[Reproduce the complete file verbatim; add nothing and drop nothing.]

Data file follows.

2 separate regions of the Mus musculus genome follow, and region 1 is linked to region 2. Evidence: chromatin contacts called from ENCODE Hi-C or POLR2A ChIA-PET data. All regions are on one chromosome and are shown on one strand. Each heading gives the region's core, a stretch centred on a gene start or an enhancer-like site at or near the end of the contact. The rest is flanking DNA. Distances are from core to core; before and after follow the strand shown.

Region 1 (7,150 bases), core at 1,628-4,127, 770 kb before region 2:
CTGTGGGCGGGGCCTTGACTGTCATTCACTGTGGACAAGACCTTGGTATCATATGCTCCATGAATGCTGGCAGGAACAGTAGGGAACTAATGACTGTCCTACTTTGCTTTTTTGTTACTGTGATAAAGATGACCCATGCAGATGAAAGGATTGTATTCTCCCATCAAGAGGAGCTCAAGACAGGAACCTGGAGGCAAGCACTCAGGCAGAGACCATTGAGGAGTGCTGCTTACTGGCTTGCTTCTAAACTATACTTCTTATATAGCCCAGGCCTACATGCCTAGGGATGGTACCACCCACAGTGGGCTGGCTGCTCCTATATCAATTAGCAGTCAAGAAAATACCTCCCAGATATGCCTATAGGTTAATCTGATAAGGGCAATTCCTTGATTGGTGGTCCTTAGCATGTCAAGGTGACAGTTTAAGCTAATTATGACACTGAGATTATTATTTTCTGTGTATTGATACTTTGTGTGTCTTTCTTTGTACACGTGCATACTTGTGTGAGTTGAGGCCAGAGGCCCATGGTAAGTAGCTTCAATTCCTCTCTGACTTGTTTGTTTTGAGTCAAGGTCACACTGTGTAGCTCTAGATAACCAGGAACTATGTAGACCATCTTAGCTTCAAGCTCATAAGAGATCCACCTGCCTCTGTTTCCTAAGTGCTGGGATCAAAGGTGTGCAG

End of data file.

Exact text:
2 separate regions of the Mus musculus genome follow, and region 1 is linked to region 2. Evidence: chromatin contacts called from ENCODE Hi-C or POLR2A ChIA-PET data. All regions are on one chromosome and are shown on one strand. Each heading gives the region's core, a stretch centred on a gene start or an enhancer-like site at or near the end of the contact. The rest is flanking DNA. Distances are from core to core; before and after follow the strand shown.

Region 1 (7,150 bases), core at 1,628-4,127, 770 kb before region 2:
CTGTGGGCGGGGCCTTGACTGTCATTCACTGTGGACAAGACCTTGGTATCATATGCTCCATGAATGCTGGCAGGAACAGTAGGGAACTAATGACTGTCCTACTTTGCTTTTTTGTTACTGTGATAAAGATGACCCATGCAGATGAAAGGATTGTATTCTCCCATCAAGAGGAGCTCAAGACAGGAACCTGGAGGCAAGCACTCAGGCAGAGACCATTGAGGAGTGCTGCTTACTGGCTTGCTTCTAAACTATACTTCTTATATAGCCCAGGCCTACATGCCTAGGGATGGTACCACCCACAGTGGGCTGGCTGCTCCTATATCAATTAGCAGTCAAGAAAATACCTCCCAGATATGCCTATAGGTTAATCTGATAAGGGCAATTCCTTGATTGGTGGTCCTTAGCATGTCAAGGTGACAGTTTAAGCTAATTATGACACTGAGATTATTATTTTCTGTGTATTGATACTTTGTGTGTCTTTCTTTGTACACGTGCATACTTGTGTGAGTTGAGGCCAGAGGCCCATGGTAAGTAGCTTCAATTCCTCTCTGACTTGTTTGTTTTGAGTCAAGGTCACACTGTGTAGCTCTAGATAACCAGGAACTATGTAGACCATCTTAGCTTCAAGCTCATAAGAGATCCACCTGCCTCTGTTTCCTAAGTGCTGGGATCAAAGGTGTGCAG